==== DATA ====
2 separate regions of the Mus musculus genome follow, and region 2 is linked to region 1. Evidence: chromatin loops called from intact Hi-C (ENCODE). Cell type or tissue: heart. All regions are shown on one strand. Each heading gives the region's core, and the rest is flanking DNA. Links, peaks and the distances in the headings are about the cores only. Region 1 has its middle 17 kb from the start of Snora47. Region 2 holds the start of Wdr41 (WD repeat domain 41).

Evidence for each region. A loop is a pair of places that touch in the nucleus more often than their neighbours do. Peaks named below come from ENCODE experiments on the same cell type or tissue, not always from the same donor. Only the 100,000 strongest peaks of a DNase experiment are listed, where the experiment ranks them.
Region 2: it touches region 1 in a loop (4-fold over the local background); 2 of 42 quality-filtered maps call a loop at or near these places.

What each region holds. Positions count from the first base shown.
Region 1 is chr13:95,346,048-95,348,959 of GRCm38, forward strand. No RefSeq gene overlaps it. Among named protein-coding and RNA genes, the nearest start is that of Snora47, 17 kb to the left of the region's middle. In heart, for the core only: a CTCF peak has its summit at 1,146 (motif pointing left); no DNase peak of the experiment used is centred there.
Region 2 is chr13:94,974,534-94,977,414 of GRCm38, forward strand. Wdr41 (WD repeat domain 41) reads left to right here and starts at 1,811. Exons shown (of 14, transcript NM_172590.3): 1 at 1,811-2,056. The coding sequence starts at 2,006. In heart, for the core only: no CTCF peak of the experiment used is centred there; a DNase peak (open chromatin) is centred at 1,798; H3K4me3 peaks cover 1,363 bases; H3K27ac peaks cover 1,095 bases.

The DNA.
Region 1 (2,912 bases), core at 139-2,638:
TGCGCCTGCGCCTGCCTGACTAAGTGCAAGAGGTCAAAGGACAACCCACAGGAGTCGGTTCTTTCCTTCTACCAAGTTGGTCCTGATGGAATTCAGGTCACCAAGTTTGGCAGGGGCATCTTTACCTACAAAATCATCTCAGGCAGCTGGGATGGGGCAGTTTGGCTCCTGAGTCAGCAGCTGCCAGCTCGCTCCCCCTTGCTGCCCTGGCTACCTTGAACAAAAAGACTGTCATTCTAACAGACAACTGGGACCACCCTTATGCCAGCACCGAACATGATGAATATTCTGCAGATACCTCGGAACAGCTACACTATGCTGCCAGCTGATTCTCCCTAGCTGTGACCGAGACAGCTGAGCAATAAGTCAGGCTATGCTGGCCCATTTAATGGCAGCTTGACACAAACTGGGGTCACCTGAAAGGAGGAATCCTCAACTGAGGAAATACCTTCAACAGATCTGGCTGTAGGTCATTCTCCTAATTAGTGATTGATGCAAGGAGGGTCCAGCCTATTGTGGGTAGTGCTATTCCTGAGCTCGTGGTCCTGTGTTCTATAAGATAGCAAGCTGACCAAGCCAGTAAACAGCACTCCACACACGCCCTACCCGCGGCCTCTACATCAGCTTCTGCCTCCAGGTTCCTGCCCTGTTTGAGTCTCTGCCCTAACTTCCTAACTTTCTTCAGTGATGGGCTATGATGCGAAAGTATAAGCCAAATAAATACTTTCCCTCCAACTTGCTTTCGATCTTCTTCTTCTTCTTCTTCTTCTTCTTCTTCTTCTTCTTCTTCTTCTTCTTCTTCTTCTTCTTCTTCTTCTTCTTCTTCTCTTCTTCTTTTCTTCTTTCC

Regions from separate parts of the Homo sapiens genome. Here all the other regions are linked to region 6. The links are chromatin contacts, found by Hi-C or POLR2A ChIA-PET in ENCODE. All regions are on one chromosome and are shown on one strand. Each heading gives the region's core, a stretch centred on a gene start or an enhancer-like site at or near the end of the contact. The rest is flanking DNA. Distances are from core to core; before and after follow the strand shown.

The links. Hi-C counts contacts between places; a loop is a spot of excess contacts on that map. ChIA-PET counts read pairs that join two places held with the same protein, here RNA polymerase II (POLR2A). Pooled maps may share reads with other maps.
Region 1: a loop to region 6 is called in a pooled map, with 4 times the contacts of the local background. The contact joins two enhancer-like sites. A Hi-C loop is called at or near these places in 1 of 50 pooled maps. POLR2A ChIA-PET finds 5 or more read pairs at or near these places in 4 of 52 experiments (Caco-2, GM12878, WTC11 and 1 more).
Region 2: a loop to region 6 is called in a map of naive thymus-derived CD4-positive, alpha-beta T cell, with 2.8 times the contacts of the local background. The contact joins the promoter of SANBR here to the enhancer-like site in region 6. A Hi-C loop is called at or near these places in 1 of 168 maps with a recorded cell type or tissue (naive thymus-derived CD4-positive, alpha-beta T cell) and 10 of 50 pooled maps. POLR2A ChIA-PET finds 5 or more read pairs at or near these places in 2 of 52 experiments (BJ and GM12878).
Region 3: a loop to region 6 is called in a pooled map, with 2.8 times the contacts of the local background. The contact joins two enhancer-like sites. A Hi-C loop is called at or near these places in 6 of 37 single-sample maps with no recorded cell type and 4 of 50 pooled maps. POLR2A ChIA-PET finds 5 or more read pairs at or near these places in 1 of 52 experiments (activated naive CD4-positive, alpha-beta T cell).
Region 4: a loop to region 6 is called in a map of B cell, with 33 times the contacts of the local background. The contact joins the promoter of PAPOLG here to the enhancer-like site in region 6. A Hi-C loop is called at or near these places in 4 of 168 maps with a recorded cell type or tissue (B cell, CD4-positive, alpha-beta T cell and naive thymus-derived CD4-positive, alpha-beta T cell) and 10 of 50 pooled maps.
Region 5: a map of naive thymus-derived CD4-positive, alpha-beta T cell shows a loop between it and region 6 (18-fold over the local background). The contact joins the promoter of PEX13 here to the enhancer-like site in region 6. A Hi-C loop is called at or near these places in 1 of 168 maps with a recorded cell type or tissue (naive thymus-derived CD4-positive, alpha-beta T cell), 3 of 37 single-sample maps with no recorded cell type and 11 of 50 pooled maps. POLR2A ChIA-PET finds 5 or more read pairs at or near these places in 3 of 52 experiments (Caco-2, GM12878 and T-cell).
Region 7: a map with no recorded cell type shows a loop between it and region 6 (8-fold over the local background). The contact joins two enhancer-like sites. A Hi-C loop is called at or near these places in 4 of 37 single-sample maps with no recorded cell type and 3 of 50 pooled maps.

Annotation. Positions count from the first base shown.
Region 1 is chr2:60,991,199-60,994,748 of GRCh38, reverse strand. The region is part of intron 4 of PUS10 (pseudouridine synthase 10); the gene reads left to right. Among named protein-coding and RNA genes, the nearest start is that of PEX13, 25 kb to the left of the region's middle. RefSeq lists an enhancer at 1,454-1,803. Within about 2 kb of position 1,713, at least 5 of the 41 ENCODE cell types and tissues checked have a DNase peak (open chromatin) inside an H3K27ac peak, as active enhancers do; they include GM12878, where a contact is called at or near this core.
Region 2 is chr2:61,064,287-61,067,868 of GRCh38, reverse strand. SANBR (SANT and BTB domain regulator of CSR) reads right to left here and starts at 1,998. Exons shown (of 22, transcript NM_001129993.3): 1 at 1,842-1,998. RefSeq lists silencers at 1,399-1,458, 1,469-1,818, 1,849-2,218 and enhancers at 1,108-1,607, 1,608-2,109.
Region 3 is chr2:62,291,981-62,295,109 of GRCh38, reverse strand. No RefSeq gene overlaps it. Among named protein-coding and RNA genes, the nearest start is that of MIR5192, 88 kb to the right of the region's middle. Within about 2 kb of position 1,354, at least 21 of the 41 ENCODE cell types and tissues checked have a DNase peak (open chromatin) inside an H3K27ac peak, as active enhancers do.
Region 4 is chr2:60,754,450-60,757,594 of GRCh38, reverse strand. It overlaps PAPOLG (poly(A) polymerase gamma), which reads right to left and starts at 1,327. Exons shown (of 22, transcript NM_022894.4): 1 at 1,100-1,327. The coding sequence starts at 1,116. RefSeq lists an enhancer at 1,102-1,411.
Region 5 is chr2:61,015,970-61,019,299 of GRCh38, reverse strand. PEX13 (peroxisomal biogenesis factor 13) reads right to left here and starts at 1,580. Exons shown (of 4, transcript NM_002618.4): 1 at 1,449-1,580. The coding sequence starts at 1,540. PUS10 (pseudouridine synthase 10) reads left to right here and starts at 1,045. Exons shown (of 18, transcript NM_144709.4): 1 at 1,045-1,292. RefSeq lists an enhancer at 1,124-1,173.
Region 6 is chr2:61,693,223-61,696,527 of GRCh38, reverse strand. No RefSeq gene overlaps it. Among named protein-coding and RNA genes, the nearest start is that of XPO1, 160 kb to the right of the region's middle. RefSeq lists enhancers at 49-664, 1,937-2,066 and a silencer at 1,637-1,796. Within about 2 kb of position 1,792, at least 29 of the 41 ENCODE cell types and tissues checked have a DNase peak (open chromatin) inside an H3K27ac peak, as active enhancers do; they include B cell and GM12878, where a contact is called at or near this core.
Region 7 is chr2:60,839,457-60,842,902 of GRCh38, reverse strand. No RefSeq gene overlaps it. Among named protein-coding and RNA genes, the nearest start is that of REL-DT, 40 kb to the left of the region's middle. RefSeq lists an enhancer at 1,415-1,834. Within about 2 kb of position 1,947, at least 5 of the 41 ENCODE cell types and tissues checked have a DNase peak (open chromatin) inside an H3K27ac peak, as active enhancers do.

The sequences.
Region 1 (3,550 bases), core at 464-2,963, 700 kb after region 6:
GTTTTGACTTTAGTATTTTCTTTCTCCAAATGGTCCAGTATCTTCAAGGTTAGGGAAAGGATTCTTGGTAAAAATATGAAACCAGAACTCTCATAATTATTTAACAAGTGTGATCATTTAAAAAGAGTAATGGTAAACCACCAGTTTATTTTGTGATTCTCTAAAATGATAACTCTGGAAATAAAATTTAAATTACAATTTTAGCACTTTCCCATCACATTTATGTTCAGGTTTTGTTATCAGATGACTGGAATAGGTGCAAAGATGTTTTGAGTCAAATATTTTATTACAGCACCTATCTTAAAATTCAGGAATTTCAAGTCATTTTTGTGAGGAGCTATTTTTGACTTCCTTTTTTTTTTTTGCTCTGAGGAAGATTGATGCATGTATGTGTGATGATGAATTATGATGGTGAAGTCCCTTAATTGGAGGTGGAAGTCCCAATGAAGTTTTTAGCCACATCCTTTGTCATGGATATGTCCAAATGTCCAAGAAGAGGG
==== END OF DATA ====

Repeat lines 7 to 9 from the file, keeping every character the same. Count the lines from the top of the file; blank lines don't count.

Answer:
The DNA.
Region 1 (2,912 bases), core at 139-2,638:
TGCGCCTGCGCCTGCCTGACTAAGTGCAAGAGGTCAAAGGACAACCCACAGGAGTCGGTTCTTTCCTTCTACCAAGTTGGTCCTGATGGAATTCAGGTCACCAAGTTTGGCAGGGGCATCTTTACCTACAAAATCATCTCAGGCAGCTGGGATGGGGCAGTTTGGCTCCTGAGTCAGCAGCTGCCAGCTCGCTCCCCCTTGCTGCCCTGGCTACCTTGAACAAAAAGACTGTCATTCTAACAGACAACTGGGACCACCCTTATGCCAGCACCGAACATGATGAATATTCTGCAGATACCTCGGAACAGCTACACTATGCTGCCAGCTGATTCTCCCTAGCTGTGACCGAGACAGCTGAGCAATAAGTCAGGCTATGCTGGCCCATTTAATGGCAGCTTGACACAAACTGGGGTCACCTGAAAGGAGGAATCCTCAACTGAGGAAATACCTTCAACAGATCTGGCTGTAGGTCATTCTCCTAATTAGTGATTGATGCAAGGAGGGTCCAGCCTATTGTGGGTAGTGCTATTCCTGAGCTCGTGGTCCTGTGTTCTATAAGATAGCAAGCTGACCAAGCCAGTAAACAGCACTCCACACACGCCCTACCCGCGGCCTCTACATCAGCTTCTGCCTCCAGGTTCCTGCCCTGTTTGAGTCTCTGCCCTAACTTCCTAACTTTCTTCAGTGATGGGCTATGATGCGAAAGTATAAGCCAAATAAATACTTTCCCTCCAACTTGCTTTCGATCTTCTTCTTCTTCTTCTTCTTCTTCTTCTTCTTCTTCTTCTTCTTCTTCTTCTTCTTCTTCTTCTTCTTCTTCTTCTTCTCTTCTTCTTTTCTTCTTTCC